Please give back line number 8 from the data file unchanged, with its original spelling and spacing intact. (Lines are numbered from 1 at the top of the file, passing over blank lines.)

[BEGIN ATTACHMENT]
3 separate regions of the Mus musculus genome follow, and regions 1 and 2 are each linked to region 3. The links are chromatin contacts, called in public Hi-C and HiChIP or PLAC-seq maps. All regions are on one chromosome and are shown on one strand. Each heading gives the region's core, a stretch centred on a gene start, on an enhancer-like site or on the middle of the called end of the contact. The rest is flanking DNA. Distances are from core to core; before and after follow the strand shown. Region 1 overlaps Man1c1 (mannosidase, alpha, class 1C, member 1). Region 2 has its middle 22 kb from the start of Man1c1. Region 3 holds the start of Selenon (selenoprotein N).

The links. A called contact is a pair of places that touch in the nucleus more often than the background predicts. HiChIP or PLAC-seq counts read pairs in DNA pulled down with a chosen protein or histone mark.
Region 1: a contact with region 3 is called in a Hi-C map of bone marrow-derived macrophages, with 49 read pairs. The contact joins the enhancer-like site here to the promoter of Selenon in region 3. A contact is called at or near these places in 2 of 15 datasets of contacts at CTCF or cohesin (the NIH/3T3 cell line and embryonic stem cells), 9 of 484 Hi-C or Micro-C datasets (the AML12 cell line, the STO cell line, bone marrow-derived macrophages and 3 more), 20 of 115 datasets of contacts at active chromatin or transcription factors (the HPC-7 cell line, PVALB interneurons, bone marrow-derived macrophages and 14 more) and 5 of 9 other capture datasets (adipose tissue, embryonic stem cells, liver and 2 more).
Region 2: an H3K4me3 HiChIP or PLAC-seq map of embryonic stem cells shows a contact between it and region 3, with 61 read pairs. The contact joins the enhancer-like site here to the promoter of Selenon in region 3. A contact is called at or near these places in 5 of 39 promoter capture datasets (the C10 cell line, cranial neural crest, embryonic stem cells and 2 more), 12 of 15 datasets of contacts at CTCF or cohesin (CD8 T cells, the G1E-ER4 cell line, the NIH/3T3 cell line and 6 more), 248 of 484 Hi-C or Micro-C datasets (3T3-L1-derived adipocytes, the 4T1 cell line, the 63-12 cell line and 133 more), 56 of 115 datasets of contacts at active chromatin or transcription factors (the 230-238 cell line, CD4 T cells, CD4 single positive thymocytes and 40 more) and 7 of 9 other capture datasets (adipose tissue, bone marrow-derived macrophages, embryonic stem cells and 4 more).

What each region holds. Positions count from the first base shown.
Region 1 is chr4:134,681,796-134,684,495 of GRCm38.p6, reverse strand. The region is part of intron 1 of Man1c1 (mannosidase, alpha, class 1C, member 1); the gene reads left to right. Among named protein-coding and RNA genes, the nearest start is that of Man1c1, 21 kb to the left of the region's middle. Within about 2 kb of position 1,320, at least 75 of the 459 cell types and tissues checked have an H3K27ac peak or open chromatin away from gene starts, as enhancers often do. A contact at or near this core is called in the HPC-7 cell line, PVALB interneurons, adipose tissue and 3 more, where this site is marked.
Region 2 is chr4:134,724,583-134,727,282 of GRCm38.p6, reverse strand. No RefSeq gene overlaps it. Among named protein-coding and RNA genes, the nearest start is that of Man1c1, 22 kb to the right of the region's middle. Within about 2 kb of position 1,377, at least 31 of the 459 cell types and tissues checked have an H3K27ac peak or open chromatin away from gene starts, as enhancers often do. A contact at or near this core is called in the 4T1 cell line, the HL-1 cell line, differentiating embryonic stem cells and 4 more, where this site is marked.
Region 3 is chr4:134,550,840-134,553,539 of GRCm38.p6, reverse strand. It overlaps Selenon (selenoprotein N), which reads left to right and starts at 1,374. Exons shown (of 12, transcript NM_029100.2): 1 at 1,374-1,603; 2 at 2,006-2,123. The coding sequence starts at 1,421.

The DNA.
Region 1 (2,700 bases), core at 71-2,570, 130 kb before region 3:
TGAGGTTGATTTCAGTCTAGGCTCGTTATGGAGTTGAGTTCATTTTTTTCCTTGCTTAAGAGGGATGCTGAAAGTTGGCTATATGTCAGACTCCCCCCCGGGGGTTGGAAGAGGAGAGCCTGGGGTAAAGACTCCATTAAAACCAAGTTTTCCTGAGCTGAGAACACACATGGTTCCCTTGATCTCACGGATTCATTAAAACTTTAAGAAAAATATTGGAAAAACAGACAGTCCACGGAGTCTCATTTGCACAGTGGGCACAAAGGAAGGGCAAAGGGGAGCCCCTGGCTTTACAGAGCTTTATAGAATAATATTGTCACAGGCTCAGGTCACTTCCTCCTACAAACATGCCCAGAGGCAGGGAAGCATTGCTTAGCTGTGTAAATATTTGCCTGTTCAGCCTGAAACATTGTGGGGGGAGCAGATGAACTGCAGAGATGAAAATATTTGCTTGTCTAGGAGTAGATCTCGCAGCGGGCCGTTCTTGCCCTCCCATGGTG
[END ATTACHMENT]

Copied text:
Region 3 is chr4:134,550,840-134,553,539 of GRCm38.p6, reverse strand. It overlaps Selenon (selenoprotein N), which reads left to right and starts at 1,374. Exons shown (of 12, transcript NM_029100.2): 1 at 1,374-1,603; 2 at 2,006-2,123. The coding sequence starts at 1,421.